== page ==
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Pegasus spyware case: Supreme Court grants more time to expert committee to submit report

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The Supreme Court has granted more time to the 3-member expert committee to submit its final report with regard to the Pegasus surveillance scandal.

A bench comprising of Chief Justice of India Justice N.V. Ramana and Justice Hima Kohli found that at least 29 mobile devices were being examined by the committee and it needed more time to complete the exercise.

29 mobile devices are being examined. They have invited objections and the mobile devices are still being examined. Technical committee has seized 29 devices and examined some.”

“Once the technical committee submits a report to supervisory judge, the judge will also add his comments. So we deem it fit to extend the time. We direct technical committee to expedite examination of devices,” the Court said in its order.

The Court added that it might take the technical committee about 4 weeks time and that the supervisory judge should be informed on the same. The matter will be heard again in July.

The Supreme Court had appointed a three-member expert committee in October last year to probe the scandal.

The committee is headed by former Supreme Court judge, Justice R.V. Raveendran, he is assisted by Alok Joshi (former IPS Officer) and Dr. Sundeep Oberoi, Chairman, Sub Committee in (International Organisation of Standardisation/International Electro-Technical Commission/Joint Technical Committee).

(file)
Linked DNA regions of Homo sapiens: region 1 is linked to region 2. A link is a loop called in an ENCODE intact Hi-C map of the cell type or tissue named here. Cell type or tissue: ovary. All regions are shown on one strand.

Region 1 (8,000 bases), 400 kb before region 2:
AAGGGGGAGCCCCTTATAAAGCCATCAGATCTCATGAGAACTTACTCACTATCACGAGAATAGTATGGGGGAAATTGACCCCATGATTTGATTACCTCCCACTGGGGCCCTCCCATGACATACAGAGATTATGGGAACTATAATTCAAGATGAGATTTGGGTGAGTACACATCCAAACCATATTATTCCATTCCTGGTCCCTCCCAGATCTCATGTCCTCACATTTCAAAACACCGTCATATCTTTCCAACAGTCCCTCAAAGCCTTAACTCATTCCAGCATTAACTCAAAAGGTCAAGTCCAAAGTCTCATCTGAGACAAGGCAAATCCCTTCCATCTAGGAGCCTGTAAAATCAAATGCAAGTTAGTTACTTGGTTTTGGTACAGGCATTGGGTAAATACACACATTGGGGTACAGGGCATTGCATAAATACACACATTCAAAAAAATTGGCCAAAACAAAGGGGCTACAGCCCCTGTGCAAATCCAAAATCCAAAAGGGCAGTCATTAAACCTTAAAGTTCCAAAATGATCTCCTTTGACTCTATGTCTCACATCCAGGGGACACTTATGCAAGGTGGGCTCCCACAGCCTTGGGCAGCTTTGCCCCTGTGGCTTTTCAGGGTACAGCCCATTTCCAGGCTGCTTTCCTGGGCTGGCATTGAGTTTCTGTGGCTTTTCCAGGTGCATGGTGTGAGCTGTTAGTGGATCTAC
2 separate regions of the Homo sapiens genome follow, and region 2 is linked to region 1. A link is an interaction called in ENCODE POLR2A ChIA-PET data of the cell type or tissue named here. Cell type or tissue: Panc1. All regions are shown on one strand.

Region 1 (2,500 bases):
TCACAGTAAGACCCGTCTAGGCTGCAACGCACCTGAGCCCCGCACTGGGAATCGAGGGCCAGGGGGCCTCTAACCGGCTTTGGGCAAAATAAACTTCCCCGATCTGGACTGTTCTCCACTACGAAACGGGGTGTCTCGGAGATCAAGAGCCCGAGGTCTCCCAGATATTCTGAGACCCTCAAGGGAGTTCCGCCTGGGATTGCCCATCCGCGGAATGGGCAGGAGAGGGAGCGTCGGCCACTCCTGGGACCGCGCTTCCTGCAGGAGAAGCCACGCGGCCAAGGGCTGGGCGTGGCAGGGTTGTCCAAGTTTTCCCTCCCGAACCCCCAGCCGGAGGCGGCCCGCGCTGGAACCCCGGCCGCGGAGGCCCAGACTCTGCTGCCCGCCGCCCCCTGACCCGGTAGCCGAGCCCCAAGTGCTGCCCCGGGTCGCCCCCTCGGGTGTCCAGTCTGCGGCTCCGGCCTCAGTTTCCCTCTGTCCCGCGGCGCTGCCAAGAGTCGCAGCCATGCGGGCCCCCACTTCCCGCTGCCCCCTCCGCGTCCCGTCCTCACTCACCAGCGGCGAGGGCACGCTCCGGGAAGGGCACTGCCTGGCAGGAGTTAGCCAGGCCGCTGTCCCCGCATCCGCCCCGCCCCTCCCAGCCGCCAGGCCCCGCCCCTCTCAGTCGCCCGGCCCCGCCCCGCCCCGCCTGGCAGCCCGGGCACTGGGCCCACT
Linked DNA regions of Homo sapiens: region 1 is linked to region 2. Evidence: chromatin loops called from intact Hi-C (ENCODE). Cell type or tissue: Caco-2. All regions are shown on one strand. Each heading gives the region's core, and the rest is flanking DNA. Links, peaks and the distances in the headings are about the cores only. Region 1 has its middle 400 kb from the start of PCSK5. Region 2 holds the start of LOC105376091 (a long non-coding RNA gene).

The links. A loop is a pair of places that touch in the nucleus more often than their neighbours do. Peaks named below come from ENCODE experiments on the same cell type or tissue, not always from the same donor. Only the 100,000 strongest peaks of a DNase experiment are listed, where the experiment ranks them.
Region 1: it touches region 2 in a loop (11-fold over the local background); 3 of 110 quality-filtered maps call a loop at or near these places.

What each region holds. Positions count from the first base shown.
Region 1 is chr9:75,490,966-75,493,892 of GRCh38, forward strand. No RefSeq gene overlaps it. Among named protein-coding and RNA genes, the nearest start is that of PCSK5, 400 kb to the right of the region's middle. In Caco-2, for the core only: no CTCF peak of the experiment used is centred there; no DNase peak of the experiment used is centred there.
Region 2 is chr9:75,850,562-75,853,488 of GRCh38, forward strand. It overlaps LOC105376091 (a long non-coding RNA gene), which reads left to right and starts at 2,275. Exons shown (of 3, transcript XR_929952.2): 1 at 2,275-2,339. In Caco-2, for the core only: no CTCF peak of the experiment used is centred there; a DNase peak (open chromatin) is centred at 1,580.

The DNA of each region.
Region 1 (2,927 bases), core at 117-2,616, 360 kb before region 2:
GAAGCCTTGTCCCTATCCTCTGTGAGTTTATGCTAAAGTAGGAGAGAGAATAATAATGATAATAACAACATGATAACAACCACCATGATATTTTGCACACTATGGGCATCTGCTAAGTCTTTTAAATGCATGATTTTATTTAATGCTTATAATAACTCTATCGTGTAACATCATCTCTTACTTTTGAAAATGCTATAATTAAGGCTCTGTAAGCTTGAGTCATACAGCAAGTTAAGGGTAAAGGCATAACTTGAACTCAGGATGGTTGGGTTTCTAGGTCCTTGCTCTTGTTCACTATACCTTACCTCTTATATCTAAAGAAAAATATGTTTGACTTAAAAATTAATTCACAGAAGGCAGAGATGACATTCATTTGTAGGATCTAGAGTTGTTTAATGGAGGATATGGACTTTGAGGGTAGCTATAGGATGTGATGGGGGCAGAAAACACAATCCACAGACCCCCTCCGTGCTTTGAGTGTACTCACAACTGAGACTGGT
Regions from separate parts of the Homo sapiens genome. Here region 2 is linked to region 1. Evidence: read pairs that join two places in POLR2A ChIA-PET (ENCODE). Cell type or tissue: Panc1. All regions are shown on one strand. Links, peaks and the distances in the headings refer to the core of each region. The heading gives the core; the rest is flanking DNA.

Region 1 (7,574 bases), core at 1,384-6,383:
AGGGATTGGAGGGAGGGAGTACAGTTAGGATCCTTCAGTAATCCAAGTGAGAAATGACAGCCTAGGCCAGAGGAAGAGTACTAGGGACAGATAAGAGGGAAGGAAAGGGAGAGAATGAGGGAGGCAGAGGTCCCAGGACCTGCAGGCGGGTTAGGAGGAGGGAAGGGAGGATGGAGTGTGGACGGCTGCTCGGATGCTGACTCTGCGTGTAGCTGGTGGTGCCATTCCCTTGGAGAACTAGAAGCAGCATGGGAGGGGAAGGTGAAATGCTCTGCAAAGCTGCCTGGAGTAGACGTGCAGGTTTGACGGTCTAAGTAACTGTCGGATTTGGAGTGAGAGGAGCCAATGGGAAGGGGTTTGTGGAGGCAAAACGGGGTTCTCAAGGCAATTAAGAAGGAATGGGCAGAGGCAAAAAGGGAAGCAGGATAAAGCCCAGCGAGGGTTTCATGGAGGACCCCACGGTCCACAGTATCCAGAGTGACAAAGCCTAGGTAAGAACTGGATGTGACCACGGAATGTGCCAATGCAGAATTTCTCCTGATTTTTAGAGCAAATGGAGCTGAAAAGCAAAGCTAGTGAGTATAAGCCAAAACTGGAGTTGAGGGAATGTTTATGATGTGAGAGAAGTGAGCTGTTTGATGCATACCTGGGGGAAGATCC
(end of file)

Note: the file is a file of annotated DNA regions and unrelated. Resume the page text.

Pegasus spyware is the brainchild of a Israel-based spyware firm, which claims is sells its product only to the “vetted government” and not private individuals, though the company does not reveal which governments it has dealt with the controversial product.

The Indian news portal The Wire, along with international consortium of news outlets, had recently released a series of reports which point toward the fact that  the software may have been used to infect the mobile devices of several persons including Indian journalists, activists, lawyers, officials, a former Supreme Court judge and others.

The reports also encloses the potential targets and  referred to a list of phone numbers that were selected. Amnesty International team  claimed to find some of these numbers with traces of a successful Pegasus infection, while many mobiles showed attempted infection, A slew of petitions then came to be filed before the top court seeking probe into the allegations.

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